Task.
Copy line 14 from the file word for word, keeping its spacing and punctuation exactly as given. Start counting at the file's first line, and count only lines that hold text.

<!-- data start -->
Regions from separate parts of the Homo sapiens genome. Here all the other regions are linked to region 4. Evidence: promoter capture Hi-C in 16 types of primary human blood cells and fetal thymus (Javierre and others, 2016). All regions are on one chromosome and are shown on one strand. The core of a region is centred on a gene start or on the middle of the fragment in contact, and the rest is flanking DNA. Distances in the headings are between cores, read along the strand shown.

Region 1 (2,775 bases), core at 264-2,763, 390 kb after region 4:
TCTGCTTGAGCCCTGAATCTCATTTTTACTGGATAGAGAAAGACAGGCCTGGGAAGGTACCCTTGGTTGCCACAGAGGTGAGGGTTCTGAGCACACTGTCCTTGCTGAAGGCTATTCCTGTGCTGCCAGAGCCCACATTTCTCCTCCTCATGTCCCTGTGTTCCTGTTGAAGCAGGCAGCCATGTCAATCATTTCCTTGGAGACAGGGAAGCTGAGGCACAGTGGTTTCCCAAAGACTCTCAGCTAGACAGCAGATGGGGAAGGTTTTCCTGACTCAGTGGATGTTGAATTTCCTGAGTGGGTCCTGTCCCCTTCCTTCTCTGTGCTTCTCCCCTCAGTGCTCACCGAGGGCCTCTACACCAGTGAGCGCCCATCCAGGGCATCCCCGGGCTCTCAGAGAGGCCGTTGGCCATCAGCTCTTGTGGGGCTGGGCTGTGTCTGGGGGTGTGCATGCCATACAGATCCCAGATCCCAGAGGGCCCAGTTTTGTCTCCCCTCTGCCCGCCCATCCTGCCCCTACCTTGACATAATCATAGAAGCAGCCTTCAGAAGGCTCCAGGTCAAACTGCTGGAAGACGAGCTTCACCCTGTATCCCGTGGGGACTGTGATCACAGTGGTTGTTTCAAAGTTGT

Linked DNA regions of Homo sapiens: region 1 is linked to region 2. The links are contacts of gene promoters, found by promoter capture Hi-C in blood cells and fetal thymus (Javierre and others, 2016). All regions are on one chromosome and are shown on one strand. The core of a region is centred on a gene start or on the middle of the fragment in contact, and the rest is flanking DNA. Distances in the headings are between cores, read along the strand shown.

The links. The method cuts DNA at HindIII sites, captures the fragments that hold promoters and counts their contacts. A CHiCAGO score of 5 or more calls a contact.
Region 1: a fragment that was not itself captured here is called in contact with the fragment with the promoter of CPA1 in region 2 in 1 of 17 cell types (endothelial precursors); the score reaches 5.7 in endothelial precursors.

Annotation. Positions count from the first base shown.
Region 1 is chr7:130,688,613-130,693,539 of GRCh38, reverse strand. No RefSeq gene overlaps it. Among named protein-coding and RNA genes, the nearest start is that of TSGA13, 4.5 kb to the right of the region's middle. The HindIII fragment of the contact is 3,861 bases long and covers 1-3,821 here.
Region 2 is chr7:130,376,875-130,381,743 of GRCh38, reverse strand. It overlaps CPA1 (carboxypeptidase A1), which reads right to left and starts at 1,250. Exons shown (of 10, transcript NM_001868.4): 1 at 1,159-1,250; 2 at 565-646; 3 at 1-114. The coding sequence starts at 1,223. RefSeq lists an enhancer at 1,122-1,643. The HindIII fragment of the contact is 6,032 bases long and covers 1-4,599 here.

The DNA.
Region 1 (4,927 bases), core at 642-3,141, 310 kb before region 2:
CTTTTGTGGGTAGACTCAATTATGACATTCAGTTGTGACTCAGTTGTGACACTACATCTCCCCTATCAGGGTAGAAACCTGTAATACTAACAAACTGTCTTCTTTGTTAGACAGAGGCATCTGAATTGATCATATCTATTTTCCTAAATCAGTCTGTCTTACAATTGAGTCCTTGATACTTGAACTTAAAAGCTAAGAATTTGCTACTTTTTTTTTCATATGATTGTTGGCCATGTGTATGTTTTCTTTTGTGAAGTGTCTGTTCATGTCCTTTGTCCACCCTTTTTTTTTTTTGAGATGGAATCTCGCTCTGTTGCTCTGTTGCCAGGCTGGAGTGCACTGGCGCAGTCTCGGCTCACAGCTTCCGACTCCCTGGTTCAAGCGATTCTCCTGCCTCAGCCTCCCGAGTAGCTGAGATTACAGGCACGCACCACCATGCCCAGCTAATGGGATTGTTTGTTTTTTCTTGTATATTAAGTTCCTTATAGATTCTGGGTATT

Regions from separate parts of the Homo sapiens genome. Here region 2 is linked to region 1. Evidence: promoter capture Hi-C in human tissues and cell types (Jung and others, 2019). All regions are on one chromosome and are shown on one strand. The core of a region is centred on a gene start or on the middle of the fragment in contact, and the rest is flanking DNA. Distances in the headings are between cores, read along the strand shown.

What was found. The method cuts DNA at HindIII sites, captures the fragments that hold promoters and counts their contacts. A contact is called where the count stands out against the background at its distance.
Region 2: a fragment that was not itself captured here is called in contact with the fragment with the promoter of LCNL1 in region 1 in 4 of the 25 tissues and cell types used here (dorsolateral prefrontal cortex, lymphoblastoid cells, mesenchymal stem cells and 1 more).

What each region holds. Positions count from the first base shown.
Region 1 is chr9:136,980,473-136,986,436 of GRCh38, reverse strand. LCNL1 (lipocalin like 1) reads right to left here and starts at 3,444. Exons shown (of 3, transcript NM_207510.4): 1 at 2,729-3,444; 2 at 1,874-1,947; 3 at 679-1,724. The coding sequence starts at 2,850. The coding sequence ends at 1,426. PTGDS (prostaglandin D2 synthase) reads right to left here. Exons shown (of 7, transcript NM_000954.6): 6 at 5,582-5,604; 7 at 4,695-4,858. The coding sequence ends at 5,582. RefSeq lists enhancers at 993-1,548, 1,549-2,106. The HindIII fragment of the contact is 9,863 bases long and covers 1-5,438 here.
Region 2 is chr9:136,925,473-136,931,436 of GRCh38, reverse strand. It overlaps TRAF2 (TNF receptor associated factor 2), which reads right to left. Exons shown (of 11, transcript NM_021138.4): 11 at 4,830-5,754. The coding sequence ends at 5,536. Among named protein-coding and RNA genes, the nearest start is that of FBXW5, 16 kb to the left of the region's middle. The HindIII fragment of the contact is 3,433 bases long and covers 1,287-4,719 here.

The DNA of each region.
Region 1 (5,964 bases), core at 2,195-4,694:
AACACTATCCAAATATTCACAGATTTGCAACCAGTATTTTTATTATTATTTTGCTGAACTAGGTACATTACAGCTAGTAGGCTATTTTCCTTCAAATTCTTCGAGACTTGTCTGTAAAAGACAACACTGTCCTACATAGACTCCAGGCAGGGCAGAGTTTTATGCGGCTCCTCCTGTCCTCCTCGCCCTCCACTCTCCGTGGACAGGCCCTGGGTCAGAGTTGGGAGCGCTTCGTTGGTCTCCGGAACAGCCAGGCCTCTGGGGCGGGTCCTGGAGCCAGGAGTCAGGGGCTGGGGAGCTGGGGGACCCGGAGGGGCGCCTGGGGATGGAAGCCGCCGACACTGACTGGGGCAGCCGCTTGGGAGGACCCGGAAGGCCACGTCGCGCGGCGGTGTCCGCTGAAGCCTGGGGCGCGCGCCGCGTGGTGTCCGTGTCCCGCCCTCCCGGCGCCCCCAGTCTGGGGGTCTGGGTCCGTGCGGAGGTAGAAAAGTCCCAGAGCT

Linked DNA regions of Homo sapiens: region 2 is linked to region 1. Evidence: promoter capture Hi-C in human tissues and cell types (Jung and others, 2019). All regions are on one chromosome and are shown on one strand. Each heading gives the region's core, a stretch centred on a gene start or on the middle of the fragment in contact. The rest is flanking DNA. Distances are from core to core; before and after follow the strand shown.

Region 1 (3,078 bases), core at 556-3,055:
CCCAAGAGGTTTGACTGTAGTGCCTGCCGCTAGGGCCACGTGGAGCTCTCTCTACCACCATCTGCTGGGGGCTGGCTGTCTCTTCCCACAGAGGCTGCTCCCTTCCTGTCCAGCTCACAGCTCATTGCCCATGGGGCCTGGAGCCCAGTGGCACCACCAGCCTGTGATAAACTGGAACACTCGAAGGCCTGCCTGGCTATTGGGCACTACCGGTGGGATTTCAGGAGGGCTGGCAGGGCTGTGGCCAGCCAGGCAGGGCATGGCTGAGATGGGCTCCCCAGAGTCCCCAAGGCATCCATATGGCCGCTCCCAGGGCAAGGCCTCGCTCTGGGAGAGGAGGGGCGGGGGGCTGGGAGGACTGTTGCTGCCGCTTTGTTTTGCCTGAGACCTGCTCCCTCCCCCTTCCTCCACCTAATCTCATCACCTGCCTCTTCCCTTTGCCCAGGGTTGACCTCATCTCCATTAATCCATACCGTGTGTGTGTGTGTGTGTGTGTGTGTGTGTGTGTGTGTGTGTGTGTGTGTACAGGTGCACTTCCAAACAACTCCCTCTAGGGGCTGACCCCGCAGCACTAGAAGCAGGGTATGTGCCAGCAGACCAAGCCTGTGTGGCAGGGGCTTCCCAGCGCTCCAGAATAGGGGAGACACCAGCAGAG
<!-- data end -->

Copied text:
What was found. The method cuts DNA at HindIII sites, captures the fragments that hold promoters and counts their contacts. A contact is called where the count stands out against the background at its distance.